First off, a few little delicious tidbits from a few weeks ago. The combination of knitting gifts and having this blog can be an awkward one. I don’t want to post photos of gifts before they are given, and then by the time they are given, I’m too lazy to go back and post. Here, however, are some photos of gifts.
One is another little mouse. This guy was also made with sock yarn, but with size 00 needles instead of 000. The change in needle size made it much easier to make the little bobbles that are his feet and hands and don’t seem to actually have affected size all that much. And the stuffing doesn’t come through the holes in the knitting or anything like that.
The second gift is a little nest pin cushion. I have a friend who once told me how she thought the nest was a very nice symbol of home. Ever since then when I see nests on necklaces or screen prints, I think of her, but my bank account doesn’t really allow for random silver nest purchase, nor, do I think, she would appreciate me filling up her house with nests. However, when I saw this nest in Closely Knit by Hannah Fettig, and I probably saw it now about a year and a half ago, I thought of my friend and decided that some time, I would make it. So, after a year and a half, the stars aligned, I had dark brown and egg blue in DK weight. I couldn’t find all of my dp size 6 that the pattern call for, so I did try to make the nest on size 3 first (I’m sure if there is a way to use smaller needles and yarn then I will). The nest itself is done in a pretty simple K2, cable 2, K2, cable 2 cable stitch. You can’t really see it in the pictures, and you can’t even really see it on the nest, but it is ultimately worth it I guess. Using the size 3s and doing the cables made the nest very tight and tense and hard, not quite the effect I was going for. But then while doing a massive reorganization of my yarns, sorting by weight instead of date purchase J, I found the rest of my size 6 dpns, don’t ask me what they were doing away from their friends. The next nest was much more successful. I’ve seen on other blogs, that people felt the need to block the nest, but I did not feel such a need. Mine had good structure (and I hate blocking anyway). I used a little purchased bird as the directions suggested. I did ponder making a knit bird, but in the end, I wanted to be able to send off the project and the little bought bird does give the nest somehow a more homey, thrift store type feel that I like.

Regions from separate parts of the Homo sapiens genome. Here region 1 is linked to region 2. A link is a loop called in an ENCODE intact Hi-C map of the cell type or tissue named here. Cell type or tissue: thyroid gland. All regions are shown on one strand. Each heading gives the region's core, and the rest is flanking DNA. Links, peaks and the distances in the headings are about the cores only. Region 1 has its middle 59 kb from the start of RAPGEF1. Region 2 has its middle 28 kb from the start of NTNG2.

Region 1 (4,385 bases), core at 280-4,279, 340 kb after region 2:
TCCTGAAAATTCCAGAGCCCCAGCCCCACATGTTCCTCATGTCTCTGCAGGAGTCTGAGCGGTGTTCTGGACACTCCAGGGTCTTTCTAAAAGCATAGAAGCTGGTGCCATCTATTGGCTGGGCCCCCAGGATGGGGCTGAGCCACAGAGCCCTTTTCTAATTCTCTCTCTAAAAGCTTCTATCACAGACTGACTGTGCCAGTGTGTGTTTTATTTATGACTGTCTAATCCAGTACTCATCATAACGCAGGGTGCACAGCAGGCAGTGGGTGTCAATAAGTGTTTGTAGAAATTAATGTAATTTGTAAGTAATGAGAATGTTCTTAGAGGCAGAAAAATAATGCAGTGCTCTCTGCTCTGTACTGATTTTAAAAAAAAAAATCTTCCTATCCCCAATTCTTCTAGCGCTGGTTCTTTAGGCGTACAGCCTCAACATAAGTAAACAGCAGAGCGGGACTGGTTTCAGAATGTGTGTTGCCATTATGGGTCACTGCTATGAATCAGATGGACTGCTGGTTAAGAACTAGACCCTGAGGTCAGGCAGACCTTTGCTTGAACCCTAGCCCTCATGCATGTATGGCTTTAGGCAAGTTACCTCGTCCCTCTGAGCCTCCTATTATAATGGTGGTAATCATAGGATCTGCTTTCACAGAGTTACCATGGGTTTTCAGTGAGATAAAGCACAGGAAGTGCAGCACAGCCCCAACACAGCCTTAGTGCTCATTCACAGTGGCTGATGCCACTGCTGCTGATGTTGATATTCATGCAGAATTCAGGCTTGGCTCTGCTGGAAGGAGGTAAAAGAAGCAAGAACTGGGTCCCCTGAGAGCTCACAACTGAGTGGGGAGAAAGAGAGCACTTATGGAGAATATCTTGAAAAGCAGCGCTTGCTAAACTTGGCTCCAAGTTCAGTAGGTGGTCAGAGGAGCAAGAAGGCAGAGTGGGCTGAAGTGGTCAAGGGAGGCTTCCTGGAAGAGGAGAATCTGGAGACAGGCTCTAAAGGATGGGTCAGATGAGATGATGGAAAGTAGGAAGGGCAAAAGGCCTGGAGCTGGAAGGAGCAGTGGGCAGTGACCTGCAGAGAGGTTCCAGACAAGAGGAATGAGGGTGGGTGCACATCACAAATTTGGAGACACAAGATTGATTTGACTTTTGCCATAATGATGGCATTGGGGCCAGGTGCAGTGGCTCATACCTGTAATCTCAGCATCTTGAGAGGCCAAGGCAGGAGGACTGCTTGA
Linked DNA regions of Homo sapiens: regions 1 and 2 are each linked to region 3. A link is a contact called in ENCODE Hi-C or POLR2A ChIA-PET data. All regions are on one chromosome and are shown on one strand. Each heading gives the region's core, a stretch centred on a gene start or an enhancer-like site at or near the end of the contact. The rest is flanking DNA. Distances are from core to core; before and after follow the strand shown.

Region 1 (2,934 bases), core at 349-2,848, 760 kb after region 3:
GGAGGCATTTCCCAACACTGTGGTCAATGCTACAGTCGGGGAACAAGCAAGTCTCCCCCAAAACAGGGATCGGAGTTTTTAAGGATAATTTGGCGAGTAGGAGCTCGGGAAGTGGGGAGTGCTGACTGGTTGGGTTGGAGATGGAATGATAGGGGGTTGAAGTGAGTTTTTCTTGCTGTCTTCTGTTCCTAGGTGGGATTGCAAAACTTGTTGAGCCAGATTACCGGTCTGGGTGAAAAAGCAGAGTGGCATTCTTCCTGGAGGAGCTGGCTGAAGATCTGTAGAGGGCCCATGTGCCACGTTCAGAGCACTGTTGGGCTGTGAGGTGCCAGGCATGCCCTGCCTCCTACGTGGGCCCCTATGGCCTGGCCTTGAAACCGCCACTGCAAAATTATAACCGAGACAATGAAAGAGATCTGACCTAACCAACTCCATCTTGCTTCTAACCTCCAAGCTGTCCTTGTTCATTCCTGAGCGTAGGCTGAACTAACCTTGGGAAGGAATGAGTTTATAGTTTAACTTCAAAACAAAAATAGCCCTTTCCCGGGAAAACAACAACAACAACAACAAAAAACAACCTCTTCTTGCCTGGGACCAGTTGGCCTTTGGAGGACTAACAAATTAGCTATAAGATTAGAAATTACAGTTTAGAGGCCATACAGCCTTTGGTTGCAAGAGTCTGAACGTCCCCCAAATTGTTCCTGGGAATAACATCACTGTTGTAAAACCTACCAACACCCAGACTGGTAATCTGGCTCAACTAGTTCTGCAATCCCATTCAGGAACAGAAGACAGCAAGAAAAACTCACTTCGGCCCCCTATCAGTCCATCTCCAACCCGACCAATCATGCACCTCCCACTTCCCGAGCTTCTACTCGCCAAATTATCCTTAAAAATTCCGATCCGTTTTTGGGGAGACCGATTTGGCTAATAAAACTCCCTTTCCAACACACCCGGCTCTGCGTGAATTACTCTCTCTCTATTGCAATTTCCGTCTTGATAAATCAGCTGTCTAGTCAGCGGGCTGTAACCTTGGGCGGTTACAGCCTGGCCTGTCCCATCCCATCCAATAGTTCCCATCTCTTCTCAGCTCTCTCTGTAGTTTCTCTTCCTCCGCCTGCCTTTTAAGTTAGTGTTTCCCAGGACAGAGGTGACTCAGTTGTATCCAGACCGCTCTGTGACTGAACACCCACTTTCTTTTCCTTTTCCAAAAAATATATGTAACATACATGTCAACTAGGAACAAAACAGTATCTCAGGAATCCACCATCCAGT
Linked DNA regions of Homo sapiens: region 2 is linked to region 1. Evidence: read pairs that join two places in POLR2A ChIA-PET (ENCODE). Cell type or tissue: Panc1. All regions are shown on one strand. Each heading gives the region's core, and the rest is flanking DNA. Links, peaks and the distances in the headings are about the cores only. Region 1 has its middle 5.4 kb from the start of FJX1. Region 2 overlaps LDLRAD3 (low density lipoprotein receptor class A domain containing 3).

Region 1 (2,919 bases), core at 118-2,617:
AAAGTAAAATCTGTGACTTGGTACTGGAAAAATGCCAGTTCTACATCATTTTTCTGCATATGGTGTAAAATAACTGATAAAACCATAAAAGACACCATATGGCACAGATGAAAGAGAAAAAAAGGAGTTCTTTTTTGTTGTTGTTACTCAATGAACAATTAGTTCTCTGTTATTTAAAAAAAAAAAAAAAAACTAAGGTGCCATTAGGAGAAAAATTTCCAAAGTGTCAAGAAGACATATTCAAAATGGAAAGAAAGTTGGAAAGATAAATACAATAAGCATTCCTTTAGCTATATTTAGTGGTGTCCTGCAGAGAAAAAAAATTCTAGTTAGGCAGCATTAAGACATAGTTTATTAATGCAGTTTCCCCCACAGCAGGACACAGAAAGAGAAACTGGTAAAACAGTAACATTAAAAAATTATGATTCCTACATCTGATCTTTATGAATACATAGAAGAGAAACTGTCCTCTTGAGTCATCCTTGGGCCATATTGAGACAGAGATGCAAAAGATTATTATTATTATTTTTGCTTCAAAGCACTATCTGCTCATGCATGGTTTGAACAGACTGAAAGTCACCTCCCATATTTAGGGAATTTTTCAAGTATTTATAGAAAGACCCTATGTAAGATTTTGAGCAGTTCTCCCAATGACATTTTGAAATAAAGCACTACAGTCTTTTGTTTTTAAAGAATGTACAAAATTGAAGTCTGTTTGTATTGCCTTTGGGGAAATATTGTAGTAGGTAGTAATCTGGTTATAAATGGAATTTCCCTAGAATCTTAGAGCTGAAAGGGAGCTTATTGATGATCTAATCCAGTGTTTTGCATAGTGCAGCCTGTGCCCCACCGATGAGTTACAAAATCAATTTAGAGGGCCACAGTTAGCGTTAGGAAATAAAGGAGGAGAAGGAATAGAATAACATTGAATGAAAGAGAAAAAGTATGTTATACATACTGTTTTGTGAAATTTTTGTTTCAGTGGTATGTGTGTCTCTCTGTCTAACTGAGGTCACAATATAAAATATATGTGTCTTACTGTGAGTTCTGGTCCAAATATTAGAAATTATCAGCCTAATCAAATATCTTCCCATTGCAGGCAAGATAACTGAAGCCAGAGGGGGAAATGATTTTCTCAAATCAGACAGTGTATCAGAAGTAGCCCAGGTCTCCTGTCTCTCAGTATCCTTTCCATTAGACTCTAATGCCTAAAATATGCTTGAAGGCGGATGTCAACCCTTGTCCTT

Also, no offence meant to the author, but I could not stand the directions for making the eggs. I’m not sure if I’m just a sloppy provisional caster-oner, or if there is some other malfunction in my knitting, but casting on, and knitting in one direction, and then casting off and picking up the stitches in the middle and knitting in the other direction did not work for me. If you want an easy egg, here you go:
Materials: 4 size 6 dpns, a little stuffing, a little egg colored yarn
Onto 3 size 6 dpns, cast on 6 stitches, 2 on each needle.
Row 1: Knit 1 round
Row 2: *k1, make 1, k1*, repeat twice more (9 total stitches)
Row 3: *k3, make 1*, repeat twice more (12 total stitches)
Rows 4-8: Knit 5 rounds
Row 9: *k2, k2tog*, repeat twice more (9 total stitches)
Rows 10-11: Knit 2 rounds
It is a good idea to go ahead and stuff the egg now, as the next two decrease rows would make it hard to do so afterward.
Row 12: *k1, k2tog*, repeat twice more (6 stitches total)
Row 1: *k2tog*, repeat twice more (3 stitches total)
Cut yarn, draw cut end through remaining 6 stitches on needles and pull tight. Use cast on end to sew any hole remaining at the bottom together.
I’m not sure what else you could do with knitted eggs besides put them into little nests. They seem to make great, if short lived, cat toys, though this was not discovered on purpose. Also, I must say, the nest makes a great cat sized bowler hat.
Other updates include the quilt which grows when I grow board of plums
And the plums, which grow when I get board of the fact that you can’t carry a quilt around with you and whip it out at social gatherings. The back is all finished and I’m at present working on one of the arms, in order to feel like I’m making more progress, working with fewer stitches, and also to gauge the actual amount of yarn this project is going to take by working exactly half a sweater.
Bring on the plums!
Here are some pics of the first line of the pattern for my soon (I hope soon) to be too charming plum sweater. The switching of colors leads to much twisted yarn, but at this point I still feel like it is worth it. The original was meant to be cherries, but I think this color scheme of plums better suits my needs. Just so we can all marvel at what I shall have soon, here is a pic of the original.
I'm practicing this pose every day in the mirror just to be ready...